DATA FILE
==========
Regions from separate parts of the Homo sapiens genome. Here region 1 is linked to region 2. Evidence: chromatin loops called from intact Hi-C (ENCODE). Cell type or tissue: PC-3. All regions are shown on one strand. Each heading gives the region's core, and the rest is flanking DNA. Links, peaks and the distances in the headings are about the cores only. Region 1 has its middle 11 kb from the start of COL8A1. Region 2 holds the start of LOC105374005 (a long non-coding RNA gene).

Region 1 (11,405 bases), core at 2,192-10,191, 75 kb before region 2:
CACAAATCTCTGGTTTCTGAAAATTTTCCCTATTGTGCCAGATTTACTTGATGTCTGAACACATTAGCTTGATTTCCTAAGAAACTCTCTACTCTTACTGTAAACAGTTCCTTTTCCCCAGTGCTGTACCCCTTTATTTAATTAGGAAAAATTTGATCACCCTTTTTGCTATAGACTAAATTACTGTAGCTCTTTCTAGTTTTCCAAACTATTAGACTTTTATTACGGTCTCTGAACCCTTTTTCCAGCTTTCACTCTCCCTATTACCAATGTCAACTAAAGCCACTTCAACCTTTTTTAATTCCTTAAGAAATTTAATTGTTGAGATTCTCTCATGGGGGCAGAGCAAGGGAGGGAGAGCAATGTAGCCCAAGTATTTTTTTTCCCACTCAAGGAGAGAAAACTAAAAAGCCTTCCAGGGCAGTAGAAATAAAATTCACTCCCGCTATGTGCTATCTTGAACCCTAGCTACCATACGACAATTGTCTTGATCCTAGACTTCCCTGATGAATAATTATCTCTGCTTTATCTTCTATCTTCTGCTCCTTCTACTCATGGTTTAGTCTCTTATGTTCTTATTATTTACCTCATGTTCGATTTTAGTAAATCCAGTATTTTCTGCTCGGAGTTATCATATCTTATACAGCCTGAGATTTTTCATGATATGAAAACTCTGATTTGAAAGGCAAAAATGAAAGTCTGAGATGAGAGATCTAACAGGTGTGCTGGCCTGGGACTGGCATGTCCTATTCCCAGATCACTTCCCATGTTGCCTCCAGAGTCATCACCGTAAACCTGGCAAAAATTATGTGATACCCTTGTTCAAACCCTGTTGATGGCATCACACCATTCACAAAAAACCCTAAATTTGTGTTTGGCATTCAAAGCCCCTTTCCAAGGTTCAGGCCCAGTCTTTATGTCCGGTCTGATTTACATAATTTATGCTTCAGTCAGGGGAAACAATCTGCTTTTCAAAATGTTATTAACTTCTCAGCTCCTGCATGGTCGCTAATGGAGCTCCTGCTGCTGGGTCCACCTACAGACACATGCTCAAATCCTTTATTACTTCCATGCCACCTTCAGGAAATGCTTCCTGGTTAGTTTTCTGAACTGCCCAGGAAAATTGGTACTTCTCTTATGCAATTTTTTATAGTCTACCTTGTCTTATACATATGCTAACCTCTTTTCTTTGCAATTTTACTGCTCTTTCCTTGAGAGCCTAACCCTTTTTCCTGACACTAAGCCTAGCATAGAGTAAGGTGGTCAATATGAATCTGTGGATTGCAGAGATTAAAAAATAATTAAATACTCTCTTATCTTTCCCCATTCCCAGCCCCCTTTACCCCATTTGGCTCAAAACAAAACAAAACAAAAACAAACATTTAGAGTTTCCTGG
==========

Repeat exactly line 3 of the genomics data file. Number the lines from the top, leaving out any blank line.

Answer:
CACAAATCTCTGGTTTCTGAAAATTTTCCCTATTGTGCCAGATTTACTTGATGTCTGAACACATTAGCTTGATTTCCTAAGAAACTCTCTACTCTTACTGTAAACAGTTCCTTTTCCCCAGTGCTGTACCCCTTTATTTAATTAGGAAAAATTTGATCACCCTTTTTGCTATAGACTAAATTACTGTAGCTCTTTCTAGTTTTCCAAACTATTAGACTTTTATTACGGTCTCTGAACCCTTTTTCCAGCTTTCACTCTCCCTATTACCAATGTCAACTAAAGCCACTTCAACCTTTTTTAATTCCTTAAGAAATTTAATTGTTGAGATTCTCTCATGGGGGCAGAGCAAGGGAGGGAGAGCAATGTAGCCCAAGTATTTTTTTTCCCACTCAAGGAGAGAAAACTAAAAAGCCTTCCAGGGCAGTAGAAATAAAATTCACTCCCGCTATGTGCTATCTTGAACCCTAGCTACCATACGACAATTGTCTTGATCCTAGACTTCCCTGATGAATAATTATCTCTGCTTTATCTTCTATCTTCTGCTCCTTCTACTCATGGTTTAGTCTCTTATGTTCTTATTATTTACCTCATGTTCGATTTTAGTAAATCCAGTATTTTCTGCTCGGAGTTATCATATCTTATACAGCCTGAGATTTTTCATGATATGAAAACTCTGATTTGAAAGGCAAAAATGAAAGTCTGAGATGAGAGATCTAACAGGTGTGCTGGCCTGGGACTGGCATGTCCTATTCCCAGATCACTTCCCATGTTGCCTCCAGAGTCATCACCGTAAACCTGGCAAAAATTATGTGATACCCTTGTTCAAACCCTGTTGATGGCATCACACCATTCACAAAAAACCCTAAATTTGTGTTTGGCATTCAAAGCCCCTTTCCAAGGTTCAGGCCCAGTCTTTATGTCCGGTCTGATTTACATAATTTATGCTTCAGTCAGGGGAAACAATCTGCTTTTCAAAATGTTATTAACTTCTCAGCTCCTGCATGGTCGCTAATGGAGCTCCTGCTGCTGGGTCCACCTACAGACACATGCTCAAATCCTTTATTACTTCCATGCCACCTTCAGGAAATGCTTCCTGGTTAGTTTTCTGAACTGCCCAGGAAAATTGGTACTTCTCTTATGCAATTTTTTATAGTCTACCTTGTCTTATACATATGCTAACCTCTTTTCTTTGCAATTTTACTGCTCTTTCCTTGAGAGCCTAACCCTTTTTCCTGACACTAAGCCTAGCATAGAGTAAGGTGGTCAATATGAATCTGTGGATTGCAGAGATTAAAAAATAATTAAATACTCTCTTATCTTTCCCCATTCCCAGCCCCCTTTACCCCATTTGGCTCAAAACAAAACAAAACAAAAACAAACATTTAGAGTTTCCTGG